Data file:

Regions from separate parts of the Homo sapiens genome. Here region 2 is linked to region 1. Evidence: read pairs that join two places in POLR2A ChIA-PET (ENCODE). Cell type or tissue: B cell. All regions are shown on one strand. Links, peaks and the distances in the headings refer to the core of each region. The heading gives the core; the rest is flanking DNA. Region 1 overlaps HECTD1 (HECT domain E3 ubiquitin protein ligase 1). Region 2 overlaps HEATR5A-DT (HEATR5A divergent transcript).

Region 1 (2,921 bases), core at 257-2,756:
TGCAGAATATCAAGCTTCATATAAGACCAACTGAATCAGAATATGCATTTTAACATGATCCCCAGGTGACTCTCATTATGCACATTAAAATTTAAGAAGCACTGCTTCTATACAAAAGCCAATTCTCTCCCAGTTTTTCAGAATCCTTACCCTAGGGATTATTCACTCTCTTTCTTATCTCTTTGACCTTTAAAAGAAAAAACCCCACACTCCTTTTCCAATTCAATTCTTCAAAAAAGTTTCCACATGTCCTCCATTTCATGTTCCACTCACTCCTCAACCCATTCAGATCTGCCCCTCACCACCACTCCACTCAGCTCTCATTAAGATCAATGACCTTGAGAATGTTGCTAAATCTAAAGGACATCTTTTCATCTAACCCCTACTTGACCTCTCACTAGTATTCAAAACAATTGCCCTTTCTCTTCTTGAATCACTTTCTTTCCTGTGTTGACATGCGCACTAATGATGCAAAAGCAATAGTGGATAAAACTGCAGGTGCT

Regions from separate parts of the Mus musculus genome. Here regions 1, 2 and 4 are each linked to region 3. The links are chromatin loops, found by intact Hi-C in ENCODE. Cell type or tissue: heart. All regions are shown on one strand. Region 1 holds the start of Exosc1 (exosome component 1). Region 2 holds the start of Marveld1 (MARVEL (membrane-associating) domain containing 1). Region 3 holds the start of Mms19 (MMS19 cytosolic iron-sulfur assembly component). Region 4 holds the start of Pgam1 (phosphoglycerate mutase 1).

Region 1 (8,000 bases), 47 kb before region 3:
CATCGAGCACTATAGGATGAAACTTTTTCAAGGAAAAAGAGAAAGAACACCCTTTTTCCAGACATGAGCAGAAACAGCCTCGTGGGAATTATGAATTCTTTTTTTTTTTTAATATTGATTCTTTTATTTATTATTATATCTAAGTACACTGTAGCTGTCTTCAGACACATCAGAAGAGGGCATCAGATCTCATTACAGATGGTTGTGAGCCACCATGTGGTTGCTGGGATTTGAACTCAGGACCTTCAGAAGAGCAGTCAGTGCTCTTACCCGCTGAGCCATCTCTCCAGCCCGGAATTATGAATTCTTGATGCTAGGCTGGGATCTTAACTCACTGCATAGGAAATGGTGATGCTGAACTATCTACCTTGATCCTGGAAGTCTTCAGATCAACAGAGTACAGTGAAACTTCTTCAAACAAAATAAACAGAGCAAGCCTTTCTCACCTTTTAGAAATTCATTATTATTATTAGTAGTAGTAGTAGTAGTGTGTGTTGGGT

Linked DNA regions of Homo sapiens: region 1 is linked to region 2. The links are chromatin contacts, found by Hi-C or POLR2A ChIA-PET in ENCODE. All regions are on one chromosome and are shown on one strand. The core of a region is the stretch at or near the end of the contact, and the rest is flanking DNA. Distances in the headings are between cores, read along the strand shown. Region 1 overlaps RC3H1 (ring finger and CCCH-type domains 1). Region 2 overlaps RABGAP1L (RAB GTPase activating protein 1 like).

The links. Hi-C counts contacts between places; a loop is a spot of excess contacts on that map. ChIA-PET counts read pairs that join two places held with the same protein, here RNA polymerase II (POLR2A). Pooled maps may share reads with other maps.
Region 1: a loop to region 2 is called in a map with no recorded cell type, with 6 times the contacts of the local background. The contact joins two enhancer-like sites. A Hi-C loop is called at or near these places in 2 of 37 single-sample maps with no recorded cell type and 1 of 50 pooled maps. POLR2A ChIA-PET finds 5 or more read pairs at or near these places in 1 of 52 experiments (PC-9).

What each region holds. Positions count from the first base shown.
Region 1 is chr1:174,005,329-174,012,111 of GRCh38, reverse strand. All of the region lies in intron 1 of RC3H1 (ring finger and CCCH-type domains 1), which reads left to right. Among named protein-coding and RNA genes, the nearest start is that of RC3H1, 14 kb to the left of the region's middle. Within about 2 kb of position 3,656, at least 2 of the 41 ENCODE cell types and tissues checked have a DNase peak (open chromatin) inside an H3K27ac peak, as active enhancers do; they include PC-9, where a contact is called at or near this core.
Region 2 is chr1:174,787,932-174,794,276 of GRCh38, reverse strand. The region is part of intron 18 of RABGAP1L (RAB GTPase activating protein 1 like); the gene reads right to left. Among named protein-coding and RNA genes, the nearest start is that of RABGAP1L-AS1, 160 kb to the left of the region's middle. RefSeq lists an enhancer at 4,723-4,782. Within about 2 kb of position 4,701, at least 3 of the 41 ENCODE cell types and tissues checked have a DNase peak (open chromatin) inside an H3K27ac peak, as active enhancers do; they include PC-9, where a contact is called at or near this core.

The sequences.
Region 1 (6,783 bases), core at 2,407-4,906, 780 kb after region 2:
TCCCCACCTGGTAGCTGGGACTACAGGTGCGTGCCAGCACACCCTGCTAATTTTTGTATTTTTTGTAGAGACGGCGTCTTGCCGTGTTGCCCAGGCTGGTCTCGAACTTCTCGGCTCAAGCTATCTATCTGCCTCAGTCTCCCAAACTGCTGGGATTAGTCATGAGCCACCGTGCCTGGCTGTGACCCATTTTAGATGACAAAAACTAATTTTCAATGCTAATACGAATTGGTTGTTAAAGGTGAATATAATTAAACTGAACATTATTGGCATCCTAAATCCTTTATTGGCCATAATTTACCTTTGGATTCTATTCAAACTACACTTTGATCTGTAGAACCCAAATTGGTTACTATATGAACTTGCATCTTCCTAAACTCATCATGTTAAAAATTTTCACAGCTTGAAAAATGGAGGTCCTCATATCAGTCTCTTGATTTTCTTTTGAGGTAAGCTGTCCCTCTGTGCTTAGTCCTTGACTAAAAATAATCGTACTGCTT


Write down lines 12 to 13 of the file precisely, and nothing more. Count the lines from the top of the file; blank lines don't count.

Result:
Region 2 is chr1:174,787,932-174,794,276 of GRCh38, reverse strand. The region is part of intron 18 of RABGAP1L (RAB GTPase activating protein 1 like); the gene reads right to left. Among named protein-coding and RNA genes, the nearest start is that of RABGAP1L-AS1, 160 kb to the left of the region's middle. RefSeq lists an enhancer at 4,723-4,782. Within about 2 kb of position 4,701, at least 3 of the 41 ENCODE cell types and tissues checked have a DNase peak (open chromatin) inside an H3K27ac peak, as active enhancers do; they include PC-9, where a contact is called at or near this core.

The sequences.